Come Home To Your Own Chef
In the weeks leading up to Apr. 15, San Diego tax adviser Tina Huston simply doesn't have time to cook. "It's difficult enough working 40 hours a week and preparing dinner each night. It is impossible working 60 hours a week during tax season," she says.
Still, Huston is committed to giving her diabetic husband, Jeff, and their two young daughters healthful, low-carb meals. So last year she hired personal chef Beckette Williams to come to her house once a month to prepare and stock the freezer with entrées such as tequila-and-lime chicken and beef Stroganoff. Each meal is labeled with heating instructions and nutritional information so Jeff can adjust his insulin pump accordingly. Huston quickly got hooked: "We kept the service even after tax season. Instead of spending time in the kitchen cooking and cleaning, we have free time in the evenings with our kids."
For most of us, the words "personal chef" conjure images of a celebrity entourage. But families like the Hustons are typical clients. According to the American Personal Chef Institute & Assn., there are about 9,000 personal chefs in the U.S. serving 72,000 clients -- families with two working parents, busy single professionals, people with restricted diets, and, increasingly, senior citizens who no longer can cook for themselves.
Over the next five years, some 300,000 clients of 20,000 chefs are expected to pay $1.2 billion for in-home meals. "Most clients are middle-class folks who are too busy to cook and are tired of eating take-out or in restaurants where the food is loaded with fat and preservatives," says Candy Wallace, executive director of the American Personal Chef Institute & Assn. "Our message is that you don't have to be Oprah to have a personal chef."
Begin by finding a personal chef in your local telephone listings or by visiting the chef association's Web site, personalchef.com, which offers a state-by-state directory. Set up a meeting to discuss your food likes and dislikes, allergies, and any special dietary requirements.
Be as fussy as you like. In San Diego, Chef Williams leaves out garlic, onions, and mushrooms for one client and provides a special brand of low-fat sour cream for another. Anne Hayward, who runs Premier Concierge of Columbus, Ohio, adds three times the number of vegetables to her beef stew for 36-year-old mother Felicia Hinrichs. An ex-ballet dancer, Hinrichs is determined that her sons, 8 and 2, learn to resist the persistent call of fatty, packaged foods in favor of fresh fish and fresh vegetables. "Whatever works for them works for me," says Hayward. "That's what a personal chef service is about."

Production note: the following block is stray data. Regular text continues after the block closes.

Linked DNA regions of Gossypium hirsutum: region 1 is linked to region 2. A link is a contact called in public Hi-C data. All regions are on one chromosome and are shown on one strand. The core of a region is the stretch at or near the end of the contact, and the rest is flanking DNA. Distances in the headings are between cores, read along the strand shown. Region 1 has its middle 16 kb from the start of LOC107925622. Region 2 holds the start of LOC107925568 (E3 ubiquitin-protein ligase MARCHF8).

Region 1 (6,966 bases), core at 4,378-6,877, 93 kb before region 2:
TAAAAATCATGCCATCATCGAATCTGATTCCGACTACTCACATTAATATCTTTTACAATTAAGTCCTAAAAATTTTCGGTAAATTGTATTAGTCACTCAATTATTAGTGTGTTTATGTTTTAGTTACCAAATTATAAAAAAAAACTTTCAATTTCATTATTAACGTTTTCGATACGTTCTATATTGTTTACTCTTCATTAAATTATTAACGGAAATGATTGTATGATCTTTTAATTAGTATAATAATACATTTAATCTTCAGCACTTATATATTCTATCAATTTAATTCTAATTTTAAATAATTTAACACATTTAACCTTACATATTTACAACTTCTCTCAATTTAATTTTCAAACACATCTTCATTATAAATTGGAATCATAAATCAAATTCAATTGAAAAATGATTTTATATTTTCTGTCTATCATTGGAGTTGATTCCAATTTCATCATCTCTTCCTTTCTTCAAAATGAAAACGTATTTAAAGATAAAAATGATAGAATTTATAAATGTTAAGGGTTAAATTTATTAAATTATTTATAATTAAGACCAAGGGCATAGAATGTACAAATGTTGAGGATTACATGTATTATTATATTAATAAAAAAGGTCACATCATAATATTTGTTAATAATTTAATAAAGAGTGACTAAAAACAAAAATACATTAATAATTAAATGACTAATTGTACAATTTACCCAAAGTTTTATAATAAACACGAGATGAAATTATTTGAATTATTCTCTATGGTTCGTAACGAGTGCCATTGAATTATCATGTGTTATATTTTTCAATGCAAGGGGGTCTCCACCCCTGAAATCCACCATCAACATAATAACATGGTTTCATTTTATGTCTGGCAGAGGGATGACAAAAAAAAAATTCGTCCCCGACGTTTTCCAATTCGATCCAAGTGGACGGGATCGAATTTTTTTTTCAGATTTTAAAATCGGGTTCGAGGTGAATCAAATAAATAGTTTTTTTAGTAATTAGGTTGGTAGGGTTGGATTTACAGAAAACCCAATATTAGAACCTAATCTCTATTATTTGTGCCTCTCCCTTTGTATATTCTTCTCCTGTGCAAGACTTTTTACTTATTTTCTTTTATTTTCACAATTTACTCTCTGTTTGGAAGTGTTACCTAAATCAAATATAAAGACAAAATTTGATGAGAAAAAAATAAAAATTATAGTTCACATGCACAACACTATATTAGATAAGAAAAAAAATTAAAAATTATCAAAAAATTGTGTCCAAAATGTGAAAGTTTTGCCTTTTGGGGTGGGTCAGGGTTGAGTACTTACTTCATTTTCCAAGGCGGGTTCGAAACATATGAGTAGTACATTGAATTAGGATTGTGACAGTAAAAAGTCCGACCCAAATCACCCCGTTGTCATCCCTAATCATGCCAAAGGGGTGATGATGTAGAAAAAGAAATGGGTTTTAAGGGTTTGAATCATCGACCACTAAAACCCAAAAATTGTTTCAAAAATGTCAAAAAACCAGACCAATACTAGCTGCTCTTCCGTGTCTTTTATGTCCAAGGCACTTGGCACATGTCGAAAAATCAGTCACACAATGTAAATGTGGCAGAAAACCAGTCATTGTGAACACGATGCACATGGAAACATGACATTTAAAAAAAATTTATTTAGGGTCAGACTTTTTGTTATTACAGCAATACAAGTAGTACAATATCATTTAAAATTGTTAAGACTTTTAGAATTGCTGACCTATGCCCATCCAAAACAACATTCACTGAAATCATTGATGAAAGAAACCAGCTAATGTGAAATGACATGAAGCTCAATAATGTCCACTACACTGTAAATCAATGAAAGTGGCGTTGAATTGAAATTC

The next step is deciding how many meals you need. Although prices and packages vary, most chefs offer what's known as a "five by four" -- four portions of five entrées and side dishes. This will provide 20 dinner-size servings. Personal chefs also offer a "five by two" -- two portions of five entrées. But this is usually not cost-effective. A typical five-by-four costs between $350 and $400, including groceries. That's $17.50 to $20 per person, more than a family-style eatery but less than an upscale restaurant. A five-by-two -- half as much food -- costs only about 20% less, $285 to $325, or around $30 a person.
To get more bang for the buck, some families request six entrées in lieu of vegetable side dishes. After all, it's not hard to open a bag of prewashed salad or steam some broccoli. Clients who want all organic meat and vegetables can expect to pay a surcharge. Hinrichs claims to save money with a personal chef even over eating at home, because she doesn't waste money on food she buys but never cooks.
If you're concerned about fat, carbs, calories, or any other component of the food you're eating, ask if the chef can provide a nutritional breakdown for each meal. Chefs can offer this information by feeding the ingredients of a menu into a special computer program that then prints out a nutritional label. It's similar to what you'd see on the side of a cereal box.
Many personal chefs are retired restaurateurs, but hundreds of home cooks have been drawn to the business by the flexible hours and growing demand. A culinary school education, restaurant training, or professional seminars are desirable but not essential to finding a qualified personal chef.
Just make sure anyone you are thinking of hiring provides references from satisfied customers. You should also try to taste the food. If the person won't bring samples to the interview, as a caterer often will, pay to have him or her prepare one or two representative meals before you make a larger commitment.
Since the chef will usually be cooking in your home, check that the person is licensed and insured against a fire breaking out in your kitchen or damage to appliances. All chefs affiliated with the American Personal Chef Institute & Assn. are certified safe food-handlers. They also have valid municipal business licenses and carry general liability insurance of $2 million.
Finally, think about what you'll do with all that time you're not shopping and cooking. "This service is [about] more than food," says Wallace. "It's about stress reduction and enhancing the quality of your life." Call it the taste of freedom.
By Jane Black